MILAN, Ind. – If it was just a water tower, Milan would have torn it down years ago. Ugly old thing, it hasn’t held actual water in years. Old man Thompson built it in 1924 next to his business, the Milan Furniture Company, to give the fire department something to work with if his shop ever caught fire. In 1954 one of Thompson’s boys, Tommy Thompson, painted it black with white lettering to honor the greatest basketball story ever told, the Milan miracle of 1954:
The furniture company closed years ago, and soon was torn down. For decades the water tower has stood sentry above a gravel lot, falling into inevitable decline. Rust turned the top of the tower, a down-sloping triangular lid, to dirty orange. After all those years and all that sun, the rest of the tower settled into an ugly gray. Even the graffiti — only vandals were giving the old erector set any attention — was starting to fade.
“An eyesore,” Tony Veldhaus calls the old water tower. “I was afraid they’d tear it down.”
Veldhaus was born in Milan — in a hospital where a U.S. post office now stands — and graduated from Milan High (class of ’73). He played center on the last great Milan team, that 1973 bunch that reached semistate of the single-class state tournament. He went to Hanover for college ball but came back to Milan, living in the same house where his parents raised him on their 100-acre farm. Even worked for the Milan school board for several years.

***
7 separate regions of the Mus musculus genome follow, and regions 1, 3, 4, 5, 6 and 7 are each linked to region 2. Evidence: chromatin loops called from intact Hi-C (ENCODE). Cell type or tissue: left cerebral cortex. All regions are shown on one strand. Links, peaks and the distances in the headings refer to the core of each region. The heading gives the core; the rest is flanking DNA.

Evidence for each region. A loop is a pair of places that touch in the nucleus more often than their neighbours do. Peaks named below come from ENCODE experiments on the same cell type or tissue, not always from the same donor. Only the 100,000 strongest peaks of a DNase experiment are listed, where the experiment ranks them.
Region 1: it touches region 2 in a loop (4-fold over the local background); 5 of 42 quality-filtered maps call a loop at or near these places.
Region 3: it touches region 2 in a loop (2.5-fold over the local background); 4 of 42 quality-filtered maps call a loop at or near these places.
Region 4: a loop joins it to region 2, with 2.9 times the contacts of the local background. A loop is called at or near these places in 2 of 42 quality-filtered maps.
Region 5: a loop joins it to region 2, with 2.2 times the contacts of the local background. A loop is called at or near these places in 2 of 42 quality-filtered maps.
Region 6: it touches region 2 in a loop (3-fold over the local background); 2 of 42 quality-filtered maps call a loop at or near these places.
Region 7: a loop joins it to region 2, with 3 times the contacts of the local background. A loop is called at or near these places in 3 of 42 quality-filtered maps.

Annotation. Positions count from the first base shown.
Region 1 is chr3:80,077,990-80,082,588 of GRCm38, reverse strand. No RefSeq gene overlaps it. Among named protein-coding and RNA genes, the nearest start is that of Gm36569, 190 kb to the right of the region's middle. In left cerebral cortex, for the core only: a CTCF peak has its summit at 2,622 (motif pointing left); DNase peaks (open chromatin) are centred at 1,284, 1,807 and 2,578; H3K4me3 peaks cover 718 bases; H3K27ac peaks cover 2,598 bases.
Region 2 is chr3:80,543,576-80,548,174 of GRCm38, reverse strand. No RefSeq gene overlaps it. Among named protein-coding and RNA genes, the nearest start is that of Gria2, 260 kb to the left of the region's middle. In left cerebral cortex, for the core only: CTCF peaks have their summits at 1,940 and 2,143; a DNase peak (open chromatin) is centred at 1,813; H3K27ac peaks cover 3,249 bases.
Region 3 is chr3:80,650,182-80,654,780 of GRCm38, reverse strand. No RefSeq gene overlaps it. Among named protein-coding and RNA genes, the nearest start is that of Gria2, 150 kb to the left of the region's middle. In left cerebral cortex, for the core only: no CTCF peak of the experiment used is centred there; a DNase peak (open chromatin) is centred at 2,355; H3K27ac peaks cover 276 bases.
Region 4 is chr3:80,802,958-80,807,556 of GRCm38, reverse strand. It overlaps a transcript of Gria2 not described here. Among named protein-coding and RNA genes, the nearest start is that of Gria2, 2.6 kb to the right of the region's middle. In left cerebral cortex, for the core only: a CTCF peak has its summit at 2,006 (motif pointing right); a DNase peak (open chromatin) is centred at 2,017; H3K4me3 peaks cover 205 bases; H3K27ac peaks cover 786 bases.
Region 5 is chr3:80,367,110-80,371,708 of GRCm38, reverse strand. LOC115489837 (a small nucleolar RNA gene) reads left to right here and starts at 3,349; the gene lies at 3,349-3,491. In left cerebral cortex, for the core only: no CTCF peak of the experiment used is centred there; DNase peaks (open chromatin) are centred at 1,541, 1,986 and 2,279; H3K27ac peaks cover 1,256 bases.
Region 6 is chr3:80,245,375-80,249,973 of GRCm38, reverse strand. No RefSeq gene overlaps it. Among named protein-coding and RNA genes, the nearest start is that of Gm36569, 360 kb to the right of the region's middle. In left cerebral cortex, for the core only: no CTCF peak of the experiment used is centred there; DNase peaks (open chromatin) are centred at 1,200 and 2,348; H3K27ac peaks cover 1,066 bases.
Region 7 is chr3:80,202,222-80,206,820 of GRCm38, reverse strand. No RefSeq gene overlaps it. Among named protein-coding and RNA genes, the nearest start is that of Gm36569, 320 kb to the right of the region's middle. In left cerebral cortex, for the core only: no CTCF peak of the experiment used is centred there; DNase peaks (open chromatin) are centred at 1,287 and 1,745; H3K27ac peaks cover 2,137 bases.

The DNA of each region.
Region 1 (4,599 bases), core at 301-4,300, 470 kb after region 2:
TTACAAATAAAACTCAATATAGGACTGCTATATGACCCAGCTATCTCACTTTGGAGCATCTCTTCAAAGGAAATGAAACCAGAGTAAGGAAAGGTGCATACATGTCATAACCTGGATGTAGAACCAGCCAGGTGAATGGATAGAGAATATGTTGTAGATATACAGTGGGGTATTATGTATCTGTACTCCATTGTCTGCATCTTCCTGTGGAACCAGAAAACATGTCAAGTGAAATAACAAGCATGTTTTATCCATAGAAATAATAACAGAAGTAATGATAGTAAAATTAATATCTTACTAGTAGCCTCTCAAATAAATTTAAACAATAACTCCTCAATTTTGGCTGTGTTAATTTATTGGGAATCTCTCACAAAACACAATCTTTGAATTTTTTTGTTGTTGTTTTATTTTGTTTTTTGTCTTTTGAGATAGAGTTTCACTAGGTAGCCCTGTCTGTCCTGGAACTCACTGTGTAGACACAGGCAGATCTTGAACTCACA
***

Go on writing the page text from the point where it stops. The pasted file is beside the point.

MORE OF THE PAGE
“I love it here,” he says. “I’m proud to be from Milan. And I’m so glad they did that.”
Veldhaus is pointing at the freshly painted water tower. We’re standing under it, two people in the crowd of about 75 Saturday morning when Milan officials rededicated the renovated water tower in front of a dais featuring six players from that 1954 season, one cheerleader and Mary Lou Wood, ex-Milan coach Marvin Wood’s widow, who drove down from Mishiwaka.
The ceremony had begun with a few words from Tom Kohlmeier, Milan class of 1969, board member of the Milan Museum — and great-grandson of furniture scion Tommy Thompson, who had the water tower painted in 1954.
“On behalf of a fan base that extends around the world, I’d like to thank Milan for having the foresight to save it,” Kohlmeier is telling the crowd. “It’s a symbol of achievement and hope, and a reminder to future generations that anything is possible.”
He’s talking about the water tower, but didn’t I tell you? It’s so much more than that.